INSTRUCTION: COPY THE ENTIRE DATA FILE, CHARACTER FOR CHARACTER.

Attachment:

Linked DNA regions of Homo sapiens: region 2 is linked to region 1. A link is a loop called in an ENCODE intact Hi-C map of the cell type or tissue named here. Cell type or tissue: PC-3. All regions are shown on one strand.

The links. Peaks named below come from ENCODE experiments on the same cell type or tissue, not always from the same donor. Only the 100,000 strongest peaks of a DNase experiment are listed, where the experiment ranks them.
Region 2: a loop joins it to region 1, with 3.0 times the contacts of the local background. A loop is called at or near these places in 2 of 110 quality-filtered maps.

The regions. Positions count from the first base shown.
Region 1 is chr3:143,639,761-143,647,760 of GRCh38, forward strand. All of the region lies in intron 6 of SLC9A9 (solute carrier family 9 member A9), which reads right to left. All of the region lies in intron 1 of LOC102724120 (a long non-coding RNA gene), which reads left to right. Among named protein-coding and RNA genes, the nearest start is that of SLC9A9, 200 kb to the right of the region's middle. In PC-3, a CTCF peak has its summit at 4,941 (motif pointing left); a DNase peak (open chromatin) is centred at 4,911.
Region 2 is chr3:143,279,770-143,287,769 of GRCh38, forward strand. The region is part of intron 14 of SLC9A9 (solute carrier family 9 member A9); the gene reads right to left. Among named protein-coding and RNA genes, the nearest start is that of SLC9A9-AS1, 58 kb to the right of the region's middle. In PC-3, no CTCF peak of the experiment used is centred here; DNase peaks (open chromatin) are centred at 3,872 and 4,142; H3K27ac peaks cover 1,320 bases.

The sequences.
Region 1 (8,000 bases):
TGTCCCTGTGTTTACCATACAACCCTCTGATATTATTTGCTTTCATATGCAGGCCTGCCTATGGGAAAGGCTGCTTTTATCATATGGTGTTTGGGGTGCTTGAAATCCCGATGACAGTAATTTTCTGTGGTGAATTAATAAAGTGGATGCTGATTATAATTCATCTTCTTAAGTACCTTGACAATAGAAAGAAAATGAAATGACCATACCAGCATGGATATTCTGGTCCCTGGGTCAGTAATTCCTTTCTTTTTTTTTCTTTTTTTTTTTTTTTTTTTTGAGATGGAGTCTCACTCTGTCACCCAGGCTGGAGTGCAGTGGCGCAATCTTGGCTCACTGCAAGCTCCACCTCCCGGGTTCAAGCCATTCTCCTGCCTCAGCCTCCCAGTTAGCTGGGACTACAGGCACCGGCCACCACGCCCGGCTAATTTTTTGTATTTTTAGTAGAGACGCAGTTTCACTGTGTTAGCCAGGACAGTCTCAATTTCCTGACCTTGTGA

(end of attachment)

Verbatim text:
Linked DNA regions of Homo sapiens: region 2 is linked to region 1. A link is a loop called in an ENCODE intact Hi-C map of the cell type or tissue named here. Cell type or tissue: PC-3. All regions are shown on one strand.

The links. Peaks named below come from ENCODE experiments on the same cell type or tissue, not always from the same donor. Only the 100,000 strongest peaks of a DNase experiment are listed, where the experiment ranks them.
Region 2: a loop joins it to region 1, with 3.0 times the contacts of the local background. A loop is called at or near these places in 2 of 110 quality-filtered maps.

The regions. Positions count from the first base shown.
Region 1 is chr3:143,639,761-143,647,760 of GRCh38, forward strand. All of the region lies in intron 6 of SLC9A9 (solute carrier family 9 member A9), which reads right to left. All of the region lies in intron 1 of LOC102724120 (a long non-coding RNA gene), which reads left to right. Among named protein-coding and RNA genes, the nearest start is that of SLC9A9, 200 kb to the right of the region's middle. In PC-3, a CTCF peak has its summit at 4,941 (motif pointing left); a DNase peak (open chromatin) is centred at 4,911.
Region 2 is chr3:143,279,770-143,287,769 of GRCh38, forward strand. The region is part of intron 14 of SLC9A9 (solute carrier family 9 member A9); the gene reads right to left. Among named protein-coding and RNA genes, the nearest start is that of SLC9A9-AS1, 58 kb to the right of the region's middle. In PC-3, no CTCF peak of the experiment used is centred here; DNase peaks (open chromatin) are centred at 3,872 and 4,142; H3K27ac peaks cover 1,320 bases.

The sequences.
Region 1 (8,000 bases):
TGTCCCTGTGTTTACCATACAACCCTCTGATATTATTTGCTTTCATATGCAGGCCTGCCTATGGGAAAGGCTGCTTTTATCATATGGTGTTTGGGGTGCTTGAAATCCCGATGACAGTAATTTTCTGTGGTGAATTAATAAAGTGGATGCTGATTATAATTCATCTTCTTAAGTACCTTGACAATAGAAAGAAAATGAAATGACCATACCAGCATGGATATTCTGGTCCCTGGGTCAGTAATTCCTTTCTTTTTTTTTCTTTTTTTTTTTTTTTTTTTTGAGATGGAGTCTCACTCTGTCACCCAGGCTGGAGTGCAGTGGCGCAATCTTGGCTCACTGCAAGCTCCACCTCCCGGGTTCAAGCCATTCTCCTGCCTCAGCCTCCCAGTTAGCTGGGACTACAGGCACCGGCCACCACGCCCGGCTAATTTTTTGTATTTTTAGTAGAGACGCAGTTTCACTGTGTTAGCCAGGACAGTCTCAATTTCCTGACCTTGTGA